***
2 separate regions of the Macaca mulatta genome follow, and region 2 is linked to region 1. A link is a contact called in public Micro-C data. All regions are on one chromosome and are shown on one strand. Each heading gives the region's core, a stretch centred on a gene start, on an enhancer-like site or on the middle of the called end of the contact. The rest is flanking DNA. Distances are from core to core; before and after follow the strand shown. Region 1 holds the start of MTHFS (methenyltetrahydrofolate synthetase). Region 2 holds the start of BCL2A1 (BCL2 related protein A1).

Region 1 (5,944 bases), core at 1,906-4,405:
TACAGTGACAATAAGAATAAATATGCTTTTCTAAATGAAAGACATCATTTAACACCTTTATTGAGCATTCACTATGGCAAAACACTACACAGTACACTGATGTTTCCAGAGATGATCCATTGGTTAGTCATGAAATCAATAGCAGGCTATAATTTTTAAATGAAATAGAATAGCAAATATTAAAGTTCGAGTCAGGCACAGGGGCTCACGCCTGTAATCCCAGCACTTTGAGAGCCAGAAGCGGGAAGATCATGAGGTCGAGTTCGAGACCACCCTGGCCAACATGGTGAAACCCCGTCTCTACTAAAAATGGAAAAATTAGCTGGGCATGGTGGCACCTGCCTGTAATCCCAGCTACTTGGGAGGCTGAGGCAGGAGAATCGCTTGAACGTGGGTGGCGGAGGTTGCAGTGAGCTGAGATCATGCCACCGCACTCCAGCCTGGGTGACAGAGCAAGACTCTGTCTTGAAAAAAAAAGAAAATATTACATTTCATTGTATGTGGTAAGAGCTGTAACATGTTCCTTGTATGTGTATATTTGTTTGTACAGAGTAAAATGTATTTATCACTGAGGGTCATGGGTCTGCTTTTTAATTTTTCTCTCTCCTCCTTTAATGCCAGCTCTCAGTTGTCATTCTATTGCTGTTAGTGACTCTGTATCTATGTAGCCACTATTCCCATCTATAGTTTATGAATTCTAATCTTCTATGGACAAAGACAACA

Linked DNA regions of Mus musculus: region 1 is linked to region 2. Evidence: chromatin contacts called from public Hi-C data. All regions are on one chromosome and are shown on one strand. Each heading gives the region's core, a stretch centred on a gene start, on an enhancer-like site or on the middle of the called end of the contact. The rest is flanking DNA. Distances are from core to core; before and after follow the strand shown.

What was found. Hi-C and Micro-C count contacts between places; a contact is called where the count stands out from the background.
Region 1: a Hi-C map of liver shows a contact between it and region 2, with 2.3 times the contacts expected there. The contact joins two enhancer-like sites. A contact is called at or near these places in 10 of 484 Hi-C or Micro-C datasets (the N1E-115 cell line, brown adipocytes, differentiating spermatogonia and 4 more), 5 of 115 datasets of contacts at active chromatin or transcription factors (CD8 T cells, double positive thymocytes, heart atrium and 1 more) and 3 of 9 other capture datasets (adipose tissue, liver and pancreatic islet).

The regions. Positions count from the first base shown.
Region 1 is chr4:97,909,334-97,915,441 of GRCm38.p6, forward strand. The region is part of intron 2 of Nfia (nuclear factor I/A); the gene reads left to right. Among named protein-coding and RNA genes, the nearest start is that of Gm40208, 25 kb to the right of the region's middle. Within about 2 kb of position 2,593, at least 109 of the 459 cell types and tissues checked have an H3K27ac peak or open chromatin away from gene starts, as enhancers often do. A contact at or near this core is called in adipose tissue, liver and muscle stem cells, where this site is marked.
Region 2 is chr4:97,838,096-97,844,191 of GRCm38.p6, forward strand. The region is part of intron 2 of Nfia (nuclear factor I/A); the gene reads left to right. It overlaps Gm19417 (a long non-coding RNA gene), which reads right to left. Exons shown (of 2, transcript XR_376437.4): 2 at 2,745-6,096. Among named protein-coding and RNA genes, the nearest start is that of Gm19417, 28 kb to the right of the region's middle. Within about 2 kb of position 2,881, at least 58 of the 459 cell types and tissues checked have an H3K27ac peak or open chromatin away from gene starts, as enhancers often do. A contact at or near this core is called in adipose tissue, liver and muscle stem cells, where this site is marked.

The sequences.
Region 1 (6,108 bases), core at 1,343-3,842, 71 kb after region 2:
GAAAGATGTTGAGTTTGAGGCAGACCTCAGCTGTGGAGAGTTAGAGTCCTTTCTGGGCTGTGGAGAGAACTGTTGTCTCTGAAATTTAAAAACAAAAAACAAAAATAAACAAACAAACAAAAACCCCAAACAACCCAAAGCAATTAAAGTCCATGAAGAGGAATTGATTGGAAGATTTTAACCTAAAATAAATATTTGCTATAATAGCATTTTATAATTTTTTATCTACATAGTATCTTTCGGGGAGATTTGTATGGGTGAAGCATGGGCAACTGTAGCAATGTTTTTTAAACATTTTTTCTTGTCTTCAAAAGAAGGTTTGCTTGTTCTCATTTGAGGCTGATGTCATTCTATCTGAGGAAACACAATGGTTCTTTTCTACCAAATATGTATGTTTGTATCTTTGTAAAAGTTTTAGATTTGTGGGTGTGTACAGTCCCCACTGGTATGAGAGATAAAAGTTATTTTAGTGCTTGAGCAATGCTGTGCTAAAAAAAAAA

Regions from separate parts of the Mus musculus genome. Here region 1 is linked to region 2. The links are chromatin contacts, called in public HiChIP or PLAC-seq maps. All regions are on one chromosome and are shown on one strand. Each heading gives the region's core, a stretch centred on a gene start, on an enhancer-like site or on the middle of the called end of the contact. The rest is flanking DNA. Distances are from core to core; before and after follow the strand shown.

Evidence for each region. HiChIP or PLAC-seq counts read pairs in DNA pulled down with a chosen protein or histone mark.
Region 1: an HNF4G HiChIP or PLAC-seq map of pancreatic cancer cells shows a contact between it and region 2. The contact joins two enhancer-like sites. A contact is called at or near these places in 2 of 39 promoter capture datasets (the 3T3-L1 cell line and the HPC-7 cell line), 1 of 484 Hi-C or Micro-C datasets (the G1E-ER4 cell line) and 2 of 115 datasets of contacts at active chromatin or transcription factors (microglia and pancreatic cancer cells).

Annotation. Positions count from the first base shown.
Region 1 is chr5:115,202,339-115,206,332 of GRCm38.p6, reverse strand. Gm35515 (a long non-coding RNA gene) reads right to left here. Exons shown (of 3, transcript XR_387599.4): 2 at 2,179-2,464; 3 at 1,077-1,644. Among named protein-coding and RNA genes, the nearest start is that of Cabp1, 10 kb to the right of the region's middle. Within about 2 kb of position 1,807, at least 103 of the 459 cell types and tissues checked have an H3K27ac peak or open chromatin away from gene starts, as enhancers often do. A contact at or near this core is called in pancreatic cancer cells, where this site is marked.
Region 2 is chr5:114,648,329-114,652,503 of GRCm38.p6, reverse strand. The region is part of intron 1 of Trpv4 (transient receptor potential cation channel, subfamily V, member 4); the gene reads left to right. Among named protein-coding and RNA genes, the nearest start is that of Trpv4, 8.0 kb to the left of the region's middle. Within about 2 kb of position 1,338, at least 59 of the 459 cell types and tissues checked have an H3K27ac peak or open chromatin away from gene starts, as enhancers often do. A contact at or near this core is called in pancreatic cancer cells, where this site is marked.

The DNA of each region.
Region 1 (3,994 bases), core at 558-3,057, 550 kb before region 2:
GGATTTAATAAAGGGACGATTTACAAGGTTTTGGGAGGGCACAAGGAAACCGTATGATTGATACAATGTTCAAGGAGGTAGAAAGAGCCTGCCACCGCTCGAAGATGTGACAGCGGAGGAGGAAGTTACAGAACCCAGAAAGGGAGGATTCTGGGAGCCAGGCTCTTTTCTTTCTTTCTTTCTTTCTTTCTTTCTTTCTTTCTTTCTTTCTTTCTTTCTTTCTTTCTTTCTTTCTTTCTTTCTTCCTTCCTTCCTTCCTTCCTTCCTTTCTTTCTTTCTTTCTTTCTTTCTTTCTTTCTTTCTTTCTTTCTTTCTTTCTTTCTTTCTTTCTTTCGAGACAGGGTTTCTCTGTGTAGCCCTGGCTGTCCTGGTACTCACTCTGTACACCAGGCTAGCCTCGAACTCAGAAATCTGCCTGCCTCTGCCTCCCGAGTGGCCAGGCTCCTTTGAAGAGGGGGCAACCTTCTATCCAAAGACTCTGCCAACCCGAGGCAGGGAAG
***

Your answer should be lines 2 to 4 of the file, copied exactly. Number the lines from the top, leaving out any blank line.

Region 1 (5,944 bases), core at 1,906-4,405:
TACAGTGACAATAAGAATAAATATGCTTTTCTAAATGAAAGACATCATTTAACACCTTTATTGAGCATTCACTATGGCAAAACACTACACAGTACACTGATGTTTCCAGAGATGATCCATTGGTTAGTCATGAAATCAATAGCAGGCTATAATTTTTAAATGAAATAGAATAGCAAATATTAAAGTTCGAGTCAGGCACAGGGGCTCACGCCTGTAATCCCAGCACTTTGAGAGCCAGAAGCGGGAAGATCATGAGGTCGAGTTCGAGACCACCCTGGCCAACATGGTGAAACCCCGTCTCTACTAAAAATGGAAAAATTAGCTGGGCATGGTGGCACCTGCCTGTAATCCCAGCTACTTGGGAGGCTGAGGCAGGAGAATCGCTTGAACGTGGGTGGCGGAGGTTGCAGTGAGCTGAGATCATGCCACCGCACTCCAGCCTGGGTGACAGAGCAAGACTCTGTCTTGAAAAAAAAAGAAAATATTACATTTCATTGTATGTGGTAAGAGCTGTAACATGTTCCTTGTATGTGTATATTTGTTTGTACAGAGTAAAATGTATTTATCACTGAGGGTCATGGGTCTGCTTTTTAATTTTTCTCTCTCCTCCTTTAATGCCAGCTCTCAGTTGTCATTCTATTGCTGTTAGTGACTCTGTATCTATGTAGCCACTATTCCCATCTATAGTTTATGAATTCTAATCTTCTATGGACAAAGACAACA

Linked DNA regions of Mus musculus: region 1 is linked to region 2. Evidence: chromatin contacts called from public Hi-C data. All regions are on one chromosome and are shown on one strand. Each heading gives the region's core, a stretch centred on a gene start, on an enhancer-like site or on the middle of the called end of the contact. The rest is flanking DNA. Distances are from core to core; before and after follow the strand shown.